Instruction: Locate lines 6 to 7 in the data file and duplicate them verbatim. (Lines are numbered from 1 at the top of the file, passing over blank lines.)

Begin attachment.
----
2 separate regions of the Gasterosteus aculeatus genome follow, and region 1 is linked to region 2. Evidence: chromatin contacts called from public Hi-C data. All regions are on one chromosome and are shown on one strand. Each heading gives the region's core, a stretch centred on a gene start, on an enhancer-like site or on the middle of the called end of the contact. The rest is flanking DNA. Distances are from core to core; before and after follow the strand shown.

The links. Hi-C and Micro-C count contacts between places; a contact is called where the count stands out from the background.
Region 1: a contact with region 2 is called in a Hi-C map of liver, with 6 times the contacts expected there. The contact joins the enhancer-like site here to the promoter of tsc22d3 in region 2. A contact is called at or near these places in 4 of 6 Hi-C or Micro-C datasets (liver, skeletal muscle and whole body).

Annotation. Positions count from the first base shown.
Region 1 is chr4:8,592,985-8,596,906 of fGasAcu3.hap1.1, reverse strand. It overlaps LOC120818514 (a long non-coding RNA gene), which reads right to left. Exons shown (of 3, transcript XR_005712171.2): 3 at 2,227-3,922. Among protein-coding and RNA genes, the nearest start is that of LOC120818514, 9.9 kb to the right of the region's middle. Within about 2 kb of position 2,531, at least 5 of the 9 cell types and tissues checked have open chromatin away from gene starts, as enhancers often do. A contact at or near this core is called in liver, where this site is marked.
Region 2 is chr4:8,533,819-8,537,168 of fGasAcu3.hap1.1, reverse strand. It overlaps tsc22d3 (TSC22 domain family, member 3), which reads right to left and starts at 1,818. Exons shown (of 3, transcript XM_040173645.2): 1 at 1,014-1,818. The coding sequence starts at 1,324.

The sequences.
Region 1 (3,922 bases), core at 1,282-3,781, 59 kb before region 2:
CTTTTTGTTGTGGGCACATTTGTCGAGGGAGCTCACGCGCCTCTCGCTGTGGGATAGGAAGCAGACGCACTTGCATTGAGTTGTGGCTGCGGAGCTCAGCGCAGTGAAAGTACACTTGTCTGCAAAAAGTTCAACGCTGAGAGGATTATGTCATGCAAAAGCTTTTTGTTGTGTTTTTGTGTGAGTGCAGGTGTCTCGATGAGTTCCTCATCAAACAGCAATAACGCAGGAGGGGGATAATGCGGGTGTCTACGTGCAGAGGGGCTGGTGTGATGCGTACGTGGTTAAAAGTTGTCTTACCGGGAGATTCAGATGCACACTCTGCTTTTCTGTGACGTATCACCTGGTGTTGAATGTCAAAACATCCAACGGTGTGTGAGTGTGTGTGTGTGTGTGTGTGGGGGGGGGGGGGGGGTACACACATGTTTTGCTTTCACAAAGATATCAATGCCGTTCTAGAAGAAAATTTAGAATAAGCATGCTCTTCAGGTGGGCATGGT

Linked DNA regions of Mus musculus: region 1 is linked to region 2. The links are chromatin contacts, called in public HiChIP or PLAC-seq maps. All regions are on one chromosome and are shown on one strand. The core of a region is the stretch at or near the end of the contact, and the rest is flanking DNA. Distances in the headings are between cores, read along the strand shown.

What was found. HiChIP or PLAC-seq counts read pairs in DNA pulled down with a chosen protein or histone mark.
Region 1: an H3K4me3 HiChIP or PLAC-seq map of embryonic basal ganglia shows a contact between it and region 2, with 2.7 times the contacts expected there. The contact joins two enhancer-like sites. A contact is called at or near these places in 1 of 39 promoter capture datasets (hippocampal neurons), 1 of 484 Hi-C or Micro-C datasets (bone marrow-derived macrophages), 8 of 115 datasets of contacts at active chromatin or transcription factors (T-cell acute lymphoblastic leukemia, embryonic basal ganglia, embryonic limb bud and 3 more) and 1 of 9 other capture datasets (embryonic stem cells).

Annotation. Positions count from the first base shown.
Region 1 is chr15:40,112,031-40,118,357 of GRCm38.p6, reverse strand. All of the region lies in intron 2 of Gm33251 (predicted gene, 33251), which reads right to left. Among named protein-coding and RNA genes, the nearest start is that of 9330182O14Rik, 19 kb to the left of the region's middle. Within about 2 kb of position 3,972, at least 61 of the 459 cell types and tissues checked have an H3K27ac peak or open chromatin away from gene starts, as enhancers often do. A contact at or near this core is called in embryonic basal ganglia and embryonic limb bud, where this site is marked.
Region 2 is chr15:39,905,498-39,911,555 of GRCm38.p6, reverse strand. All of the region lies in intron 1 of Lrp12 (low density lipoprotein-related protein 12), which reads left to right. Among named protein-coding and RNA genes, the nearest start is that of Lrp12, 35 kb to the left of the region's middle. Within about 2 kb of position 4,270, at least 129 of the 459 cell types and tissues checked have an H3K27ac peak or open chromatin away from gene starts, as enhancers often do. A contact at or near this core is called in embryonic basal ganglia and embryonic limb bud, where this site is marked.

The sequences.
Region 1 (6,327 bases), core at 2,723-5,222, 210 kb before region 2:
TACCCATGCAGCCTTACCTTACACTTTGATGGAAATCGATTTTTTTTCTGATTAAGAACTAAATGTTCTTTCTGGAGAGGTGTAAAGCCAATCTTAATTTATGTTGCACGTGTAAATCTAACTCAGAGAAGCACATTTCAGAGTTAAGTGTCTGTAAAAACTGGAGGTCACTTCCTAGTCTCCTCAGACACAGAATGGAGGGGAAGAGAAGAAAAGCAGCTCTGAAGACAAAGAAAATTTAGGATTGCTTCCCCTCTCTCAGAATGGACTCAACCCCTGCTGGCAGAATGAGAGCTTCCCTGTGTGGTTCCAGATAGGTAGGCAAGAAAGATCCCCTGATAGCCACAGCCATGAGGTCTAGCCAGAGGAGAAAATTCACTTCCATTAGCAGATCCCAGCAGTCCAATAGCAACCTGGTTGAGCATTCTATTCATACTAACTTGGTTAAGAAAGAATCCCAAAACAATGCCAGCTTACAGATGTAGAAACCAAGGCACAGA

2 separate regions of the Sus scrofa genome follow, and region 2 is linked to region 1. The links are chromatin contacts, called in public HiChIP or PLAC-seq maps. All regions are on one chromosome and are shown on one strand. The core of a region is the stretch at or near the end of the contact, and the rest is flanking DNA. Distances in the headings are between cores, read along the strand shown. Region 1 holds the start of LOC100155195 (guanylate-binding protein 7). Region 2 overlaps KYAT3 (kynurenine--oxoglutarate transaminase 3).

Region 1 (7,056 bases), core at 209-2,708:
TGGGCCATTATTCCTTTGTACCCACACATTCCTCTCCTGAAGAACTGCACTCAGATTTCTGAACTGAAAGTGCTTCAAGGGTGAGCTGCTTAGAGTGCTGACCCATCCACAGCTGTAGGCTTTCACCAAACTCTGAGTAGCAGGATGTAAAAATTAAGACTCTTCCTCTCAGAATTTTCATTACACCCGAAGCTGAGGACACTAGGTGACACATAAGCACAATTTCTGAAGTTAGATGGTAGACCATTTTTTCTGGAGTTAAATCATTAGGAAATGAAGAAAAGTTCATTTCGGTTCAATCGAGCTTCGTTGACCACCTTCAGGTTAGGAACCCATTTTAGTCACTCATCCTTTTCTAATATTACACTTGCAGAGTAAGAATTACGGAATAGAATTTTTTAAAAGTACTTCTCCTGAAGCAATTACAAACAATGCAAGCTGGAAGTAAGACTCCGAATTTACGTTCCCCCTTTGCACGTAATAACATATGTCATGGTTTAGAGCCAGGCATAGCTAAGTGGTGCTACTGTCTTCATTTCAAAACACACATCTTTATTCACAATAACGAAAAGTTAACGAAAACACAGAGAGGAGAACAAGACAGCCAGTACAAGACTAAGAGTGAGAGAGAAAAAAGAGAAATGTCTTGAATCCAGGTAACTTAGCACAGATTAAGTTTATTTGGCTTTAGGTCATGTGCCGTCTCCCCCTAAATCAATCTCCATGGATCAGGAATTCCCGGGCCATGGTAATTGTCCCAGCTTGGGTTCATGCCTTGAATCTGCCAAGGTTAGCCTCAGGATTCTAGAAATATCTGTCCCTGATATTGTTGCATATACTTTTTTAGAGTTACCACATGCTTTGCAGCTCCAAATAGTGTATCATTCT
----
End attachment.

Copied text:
Region 2 is chr4:8,533,819-8,537,168 of fGasAcu3.hap1.1, reverse strand. It overlaps tsc22d3 (TSC22 domain family, member 3), which reads right to left and starts at 1,818. Exons shown (of 3, transcript XM_040173645.2): 1 at 1,014-1,818. The coding sequence starts at 1,324.

The sequences.